• Master of Tactics (3rd level): You can now use Help as a bonus action within 30 feet of you. Stay back and give the Barbarian advantage every turn, does use up your cunning action though.
  • Insightful Manipulator (9th level): Spend 1 minute out of combat a creature to learn a bunch of information about it. Find out if it has higher, equal, or lower Int, Wis, Cha or class levels than you, or perhaps some personal info. The usefulness of this is quite limited, especially in a dungeon delve. In a political/social campaign where you need to guage how easy it is to lie to and manipulate someone this is much stronger.
  • Misdirection (13th level): Very situational. If you’re ever in the position where you are targeted by an attack while a creature within 5 feet of you is granting you cover against that attack, then you’re probably standing in the wrong spot.
  • Soul of Deceit (14th level): Great fun in a social campaign where NPCs have the ability to read minds. Hide your thoughts from telepaths and detect thoughts. Less than useless in a dungeon crawl campaign.

Scout: [XGE]

Rogue Scout

A mundane option if you disagree with Rangers having spells.

Considered massively under powered until level 13.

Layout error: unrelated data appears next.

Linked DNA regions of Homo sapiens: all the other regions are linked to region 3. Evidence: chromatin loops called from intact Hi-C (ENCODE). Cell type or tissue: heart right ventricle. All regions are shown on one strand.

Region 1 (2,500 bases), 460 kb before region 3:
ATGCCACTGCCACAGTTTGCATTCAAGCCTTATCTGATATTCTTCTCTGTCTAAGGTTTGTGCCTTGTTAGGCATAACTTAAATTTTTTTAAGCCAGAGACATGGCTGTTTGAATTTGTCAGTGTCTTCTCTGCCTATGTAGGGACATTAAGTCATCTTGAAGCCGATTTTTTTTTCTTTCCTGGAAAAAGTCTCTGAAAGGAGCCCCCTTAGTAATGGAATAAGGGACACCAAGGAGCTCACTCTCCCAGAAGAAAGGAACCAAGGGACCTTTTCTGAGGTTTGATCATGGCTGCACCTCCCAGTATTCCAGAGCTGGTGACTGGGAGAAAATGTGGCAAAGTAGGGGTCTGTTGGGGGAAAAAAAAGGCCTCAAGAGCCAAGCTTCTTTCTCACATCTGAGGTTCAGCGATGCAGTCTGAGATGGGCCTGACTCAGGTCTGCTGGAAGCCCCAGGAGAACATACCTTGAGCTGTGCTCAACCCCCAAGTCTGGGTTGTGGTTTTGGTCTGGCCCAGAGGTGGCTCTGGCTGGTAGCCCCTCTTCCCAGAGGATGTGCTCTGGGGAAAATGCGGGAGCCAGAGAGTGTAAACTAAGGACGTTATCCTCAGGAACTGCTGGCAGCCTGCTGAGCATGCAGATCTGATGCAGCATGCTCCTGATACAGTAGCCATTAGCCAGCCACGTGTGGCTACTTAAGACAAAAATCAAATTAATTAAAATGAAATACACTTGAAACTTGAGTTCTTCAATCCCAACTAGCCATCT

When you do hit lvl 13 some greatness happens and this archetype suddenly becomes awesome and an ace at leading party ambushes.

Whether you’ll want to take this archetype at all depends fully on whether you’re willing to put up with 12 levels of mediocrity.

Of course, if you’re starting a campaign at high level, then that concern goes away …

  • Skirmisher (3rd level): Move up to half your speed ignoring opportunity attacks when an enemy gets too close. Keeps you out of harms way, though it competes with your Uncanny Dodge once you hit level 5.
  • Survivalist (3rd level): You gain proficiency in the Nature and Survival skills if you don’t already have it. Your proficiency bonus is doubled for any ability check you make that uses either of those proficiencies.
  • Superior Mobility (9th level): A speed boost of 10ft. Boosts Skirmisher by 5ft, helpful for your Dash/Disengage too.
  • Ambush Master (13th level): You have advantage on initiative rolls. You’ll grant a round of advantage to allies vs the first creature you hit in the first round. The Alert feat will compliment this nicely.
  • Sudden Strike (17th level): An extra attack as a bonus action plus a second Sneak Attack on a second target. The only way to Sneak Attack 2 enemies on your turn. Great for taking out small patrols before they spot you and your party. Overlaps a bit with the Crossbow Expert feat, if you have it.

Swashbuckler: [SCAG/XGE]

“What Ho!

Raise your blade foul knave!” the Swashbuckler is about darting in and out of melee combat with a charming smile.